• In India, there was a large increase in the number of filings with respect to
    • Trademark filing activity (+20.9%),
    • Patent filings (+7.5%), and
    • Industrial design filing activity (+13.6%), marking almost double-digit growth in 2018. For India, this was the third successive year of double-digit growth.

    • Amongst the middle-income countries in the period from 2015 to 2017, applicants residing in India (16.8% of total published applications) mostly filed the patents related to the pharmaceuticals sector.
    • The share of withdrawn or abandoned applications was also highest in India (66.2%).
      • However, India reduced the number of pending applications by 25% in 2018 compared over the last year (2017).
  • Trade Mark: A trademark is a word, phrase, symbol, and/or design that identifies and distinguishes the source of the goods of one party from those of others. The term "trademark" is often used to refer to both trademarks and service marks. Unlike patents and copyrights, trademarks do not expire after a set term of years. Instead, a trademark can last forever, so long as the owner continues to use the mark in commerce to indicate the source of goods and services.
  • Patents: A patent is a limited duration property right relating to an invention, granted by the Trademark Office in exchange for public disclosure of the invention. Patentable materials include machines, manufactured articles, industrial processes, and chemical compositions. The duration of patent protection is 20 years in the case of India.
  • Copyright: A copyright protects works of authorship that have been tangibly expressed in a physical form. Example - songs, books, movies, and works of art.
  • Industrial Design: in a legal sense, an industrial design constitutes the ornamental or aesthetic aspect of an article. It may consist of three-dimensional features, such as the shape of an article, or two-dimensional features, such as patterns, lines or colours.

Source: ET

Science & Technology

Aflatoxin-M1 in Processed Milk

Recently the Food Safety and Standards Authority of India (FSSAI) has tested different types of milk (raw and processed of various types) samples under the National Milk Safety and Quality Survey 2018.

  • This is the first-of-its-kind comprehensive survey FSSAI has conducted through a third-party agency.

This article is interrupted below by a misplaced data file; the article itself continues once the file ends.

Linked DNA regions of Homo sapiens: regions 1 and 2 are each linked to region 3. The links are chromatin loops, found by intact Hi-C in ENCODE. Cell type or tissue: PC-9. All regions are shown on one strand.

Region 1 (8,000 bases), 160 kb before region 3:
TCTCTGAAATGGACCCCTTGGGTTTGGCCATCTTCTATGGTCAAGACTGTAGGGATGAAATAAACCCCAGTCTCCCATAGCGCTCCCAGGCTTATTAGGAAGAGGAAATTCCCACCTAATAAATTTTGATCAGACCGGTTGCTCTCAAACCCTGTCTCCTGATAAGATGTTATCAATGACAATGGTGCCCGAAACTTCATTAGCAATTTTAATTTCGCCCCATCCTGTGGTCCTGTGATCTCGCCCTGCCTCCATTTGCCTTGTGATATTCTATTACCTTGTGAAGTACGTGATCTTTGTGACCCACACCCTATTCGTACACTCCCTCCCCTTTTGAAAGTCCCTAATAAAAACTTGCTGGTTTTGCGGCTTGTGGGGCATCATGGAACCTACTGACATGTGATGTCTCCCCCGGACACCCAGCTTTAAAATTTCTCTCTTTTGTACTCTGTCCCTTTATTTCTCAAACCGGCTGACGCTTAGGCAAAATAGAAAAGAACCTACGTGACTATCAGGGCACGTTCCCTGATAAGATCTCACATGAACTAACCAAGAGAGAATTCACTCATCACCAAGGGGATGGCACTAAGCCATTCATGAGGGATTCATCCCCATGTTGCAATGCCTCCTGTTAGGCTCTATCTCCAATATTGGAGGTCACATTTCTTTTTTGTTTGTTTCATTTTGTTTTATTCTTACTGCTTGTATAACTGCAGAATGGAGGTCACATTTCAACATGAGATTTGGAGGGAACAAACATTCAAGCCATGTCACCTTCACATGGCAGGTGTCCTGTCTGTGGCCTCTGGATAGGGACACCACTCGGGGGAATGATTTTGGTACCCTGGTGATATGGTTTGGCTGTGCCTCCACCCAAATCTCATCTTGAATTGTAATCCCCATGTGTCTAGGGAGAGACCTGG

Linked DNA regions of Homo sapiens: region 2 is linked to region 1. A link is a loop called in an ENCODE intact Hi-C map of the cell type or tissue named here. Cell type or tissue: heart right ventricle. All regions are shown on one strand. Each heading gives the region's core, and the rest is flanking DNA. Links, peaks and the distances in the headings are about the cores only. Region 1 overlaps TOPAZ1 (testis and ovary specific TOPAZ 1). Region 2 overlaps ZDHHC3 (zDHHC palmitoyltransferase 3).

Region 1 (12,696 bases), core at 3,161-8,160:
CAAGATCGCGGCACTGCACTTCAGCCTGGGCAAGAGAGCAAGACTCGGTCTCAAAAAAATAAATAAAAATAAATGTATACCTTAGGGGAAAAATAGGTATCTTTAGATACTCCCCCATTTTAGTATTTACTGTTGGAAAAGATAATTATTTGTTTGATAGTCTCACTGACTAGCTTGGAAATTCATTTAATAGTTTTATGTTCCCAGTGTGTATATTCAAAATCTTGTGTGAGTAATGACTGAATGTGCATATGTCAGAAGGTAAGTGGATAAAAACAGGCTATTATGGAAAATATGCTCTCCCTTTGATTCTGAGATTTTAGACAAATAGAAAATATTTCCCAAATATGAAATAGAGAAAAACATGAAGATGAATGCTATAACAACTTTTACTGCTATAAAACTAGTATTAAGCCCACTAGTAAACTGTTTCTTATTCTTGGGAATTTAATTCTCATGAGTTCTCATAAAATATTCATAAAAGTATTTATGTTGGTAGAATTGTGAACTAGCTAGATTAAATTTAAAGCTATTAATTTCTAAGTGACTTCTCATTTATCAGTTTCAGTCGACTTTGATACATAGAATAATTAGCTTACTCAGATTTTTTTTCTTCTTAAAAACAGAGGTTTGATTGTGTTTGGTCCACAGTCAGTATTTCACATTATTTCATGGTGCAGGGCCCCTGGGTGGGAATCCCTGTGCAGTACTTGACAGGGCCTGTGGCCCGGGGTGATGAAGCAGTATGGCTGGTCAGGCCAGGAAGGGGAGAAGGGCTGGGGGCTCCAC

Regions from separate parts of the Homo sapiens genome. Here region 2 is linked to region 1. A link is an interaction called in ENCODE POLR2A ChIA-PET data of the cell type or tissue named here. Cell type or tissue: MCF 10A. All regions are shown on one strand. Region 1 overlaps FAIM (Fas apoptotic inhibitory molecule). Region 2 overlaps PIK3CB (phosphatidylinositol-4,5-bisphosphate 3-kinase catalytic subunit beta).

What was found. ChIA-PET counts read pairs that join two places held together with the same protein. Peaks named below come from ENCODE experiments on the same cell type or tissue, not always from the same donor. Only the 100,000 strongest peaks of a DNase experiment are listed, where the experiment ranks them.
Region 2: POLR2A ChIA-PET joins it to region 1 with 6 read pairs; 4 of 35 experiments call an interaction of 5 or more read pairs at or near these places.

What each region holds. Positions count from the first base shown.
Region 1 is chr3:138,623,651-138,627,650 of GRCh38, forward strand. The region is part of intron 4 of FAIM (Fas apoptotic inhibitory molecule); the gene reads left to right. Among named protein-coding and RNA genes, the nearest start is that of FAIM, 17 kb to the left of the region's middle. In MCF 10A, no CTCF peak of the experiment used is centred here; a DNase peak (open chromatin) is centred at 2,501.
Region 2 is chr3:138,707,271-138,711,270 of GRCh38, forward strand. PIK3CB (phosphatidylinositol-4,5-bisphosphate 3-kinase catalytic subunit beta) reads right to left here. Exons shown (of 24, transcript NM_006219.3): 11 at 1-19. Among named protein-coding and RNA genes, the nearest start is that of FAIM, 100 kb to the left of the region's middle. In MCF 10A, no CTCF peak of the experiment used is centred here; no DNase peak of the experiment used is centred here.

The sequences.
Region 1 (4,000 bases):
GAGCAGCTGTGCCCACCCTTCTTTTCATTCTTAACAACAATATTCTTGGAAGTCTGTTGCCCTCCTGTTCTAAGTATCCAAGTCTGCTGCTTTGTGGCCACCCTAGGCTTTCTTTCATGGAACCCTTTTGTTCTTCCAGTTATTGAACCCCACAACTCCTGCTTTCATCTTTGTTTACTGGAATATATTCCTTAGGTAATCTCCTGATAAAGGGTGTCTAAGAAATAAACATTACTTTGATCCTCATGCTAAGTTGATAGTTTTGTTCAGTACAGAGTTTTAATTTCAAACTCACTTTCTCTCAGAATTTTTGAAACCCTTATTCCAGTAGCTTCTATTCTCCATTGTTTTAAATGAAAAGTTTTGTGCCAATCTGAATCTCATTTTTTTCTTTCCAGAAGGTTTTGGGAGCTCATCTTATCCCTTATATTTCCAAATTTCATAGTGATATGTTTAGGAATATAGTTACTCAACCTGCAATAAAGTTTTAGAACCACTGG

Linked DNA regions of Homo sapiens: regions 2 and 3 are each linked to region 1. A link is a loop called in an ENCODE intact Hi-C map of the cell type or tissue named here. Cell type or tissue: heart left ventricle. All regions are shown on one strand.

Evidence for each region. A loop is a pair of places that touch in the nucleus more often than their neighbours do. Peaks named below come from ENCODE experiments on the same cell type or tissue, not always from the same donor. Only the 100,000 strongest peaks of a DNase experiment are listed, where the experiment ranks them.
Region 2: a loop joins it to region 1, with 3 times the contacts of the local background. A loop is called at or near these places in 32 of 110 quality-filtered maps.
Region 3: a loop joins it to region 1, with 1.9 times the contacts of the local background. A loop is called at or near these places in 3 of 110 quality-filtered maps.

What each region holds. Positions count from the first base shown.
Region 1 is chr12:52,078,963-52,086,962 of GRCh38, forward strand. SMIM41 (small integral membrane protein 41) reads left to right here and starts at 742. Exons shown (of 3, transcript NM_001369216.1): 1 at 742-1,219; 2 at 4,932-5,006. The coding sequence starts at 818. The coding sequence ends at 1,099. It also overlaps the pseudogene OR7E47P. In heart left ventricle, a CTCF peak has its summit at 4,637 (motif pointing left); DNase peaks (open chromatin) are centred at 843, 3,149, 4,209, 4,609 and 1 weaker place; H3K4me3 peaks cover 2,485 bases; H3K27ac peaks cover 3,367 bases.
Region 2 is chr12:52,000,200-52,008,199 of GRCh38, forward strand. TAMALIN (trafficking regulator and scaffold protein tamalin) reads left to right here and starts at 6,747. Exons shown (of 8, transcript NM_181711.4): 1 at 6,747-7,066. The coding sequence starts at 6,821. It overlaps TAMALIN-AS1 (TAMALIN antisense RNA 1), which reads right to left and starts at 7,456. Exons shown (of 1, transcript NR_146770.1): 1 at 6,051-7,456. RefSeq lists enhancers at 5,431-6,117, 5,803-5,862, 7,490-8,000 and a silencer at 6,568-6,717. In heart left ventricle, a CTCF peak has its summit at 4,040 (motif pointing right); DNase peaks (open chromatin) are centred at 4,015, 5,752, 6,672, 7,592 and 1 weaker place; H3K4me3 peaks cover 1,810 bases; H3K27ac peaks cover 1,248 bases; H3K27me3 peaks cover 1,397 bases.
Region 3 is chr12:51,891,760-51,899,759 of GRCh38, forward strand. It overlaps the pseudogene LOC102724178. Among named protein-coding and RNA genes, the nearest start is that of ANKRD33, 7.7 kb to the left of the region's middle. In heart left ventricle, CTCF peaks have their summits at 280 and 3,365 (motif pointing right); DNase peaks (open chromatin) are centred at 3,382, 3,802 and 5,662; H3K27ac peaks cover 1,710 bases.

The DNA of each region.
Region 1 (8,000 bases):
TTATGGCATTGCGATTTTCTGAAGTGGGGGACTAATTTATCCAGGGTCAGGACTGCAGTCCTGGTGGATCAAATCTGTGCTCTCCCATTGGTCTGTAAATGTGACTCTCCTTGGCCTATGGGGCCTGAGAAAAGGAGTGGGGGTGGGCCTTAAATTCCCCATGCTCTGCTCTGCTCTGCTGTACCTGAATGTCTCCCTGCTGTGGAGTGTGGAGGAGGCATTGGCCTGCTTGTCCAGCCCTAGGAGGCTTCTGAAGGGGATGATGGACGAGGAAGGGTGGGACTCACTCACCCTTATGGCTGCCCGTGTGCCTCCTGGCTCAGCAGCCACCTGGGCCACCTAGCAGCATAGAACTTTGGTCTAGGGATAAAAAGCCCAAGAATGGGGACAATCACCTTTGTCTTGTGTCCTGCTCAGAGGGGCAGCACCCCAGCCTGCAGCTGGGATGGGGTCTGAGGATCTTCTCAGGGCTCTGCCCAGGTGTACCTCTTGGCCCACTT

• The survey was conducted from May 2018 to October 2018 covering all states and UTs.
  • It covered both organised (retailers and processors) as well as non-organised (local dairy farms, milk vendors and milk mandis) sectors.

Findings of the Study

  • About 93% of the milk samples tested were found to be safe for consumption. Remaining 7% were found to have the presence of contaminants such as Aflatoxin-M1, pesticides and antibiotics.
  • Contrary to common perception, the study shows that contamination was a more serious problem than adulteration.
    • Chemical contaminants in milk comprise chemical hazards that may be introduced during milk production, dairy processing or packaging.
      • Veterinary drugs, heavy metals, radionuclides, mycotoxins and pesticides are chemical contaminants that can enter to animal feed and thereby in milk.
      • The most common contaminant in milk is antimicrobial drugs.
    • An adulteration is an act of intentionally degrading the quality of food either by the admixture or substitution of inferior substances or by the removal of some valuable ingredient.
  • The problem of Aflatoxin-M1 was found to be more dominant in processed milk than raw milk.
    • Aflatoxin-M1 comes in the milk through feed and fodder which are currently not regulated in the country.
    • Tamil Nadu, Delhi and Kerala were the top three states where Aflatoxin residue was found the maximum.
  • In terms of quality, the survey found that 37.7% of the total sample of processed milk did not comply with quality parameters because the presence of contaminants such as fats, SNF (solids not fat), Maltodextrin and sugar was above the permissible limits.
  • Adulteration was found in only 12 of the total samples surveyed with a maximum reported in Telangana, followed by Madhya Pradesh and Kerala.


  • Aflatoxins are toxins produced by certain fungi which are generally found in agricultural crops like maize, peanuts, cotton seed and others. They are carcinogenic in nature.
  • According to a World Health Organization (WHO) study, consumption of food containing aflatoxin concentrations of one milligram per kilogram or higher has been suspected to cause aflatoxicosis, the outcome of which consists of acute liver failure, jaundice, lethargy and nausea, eventually leading to death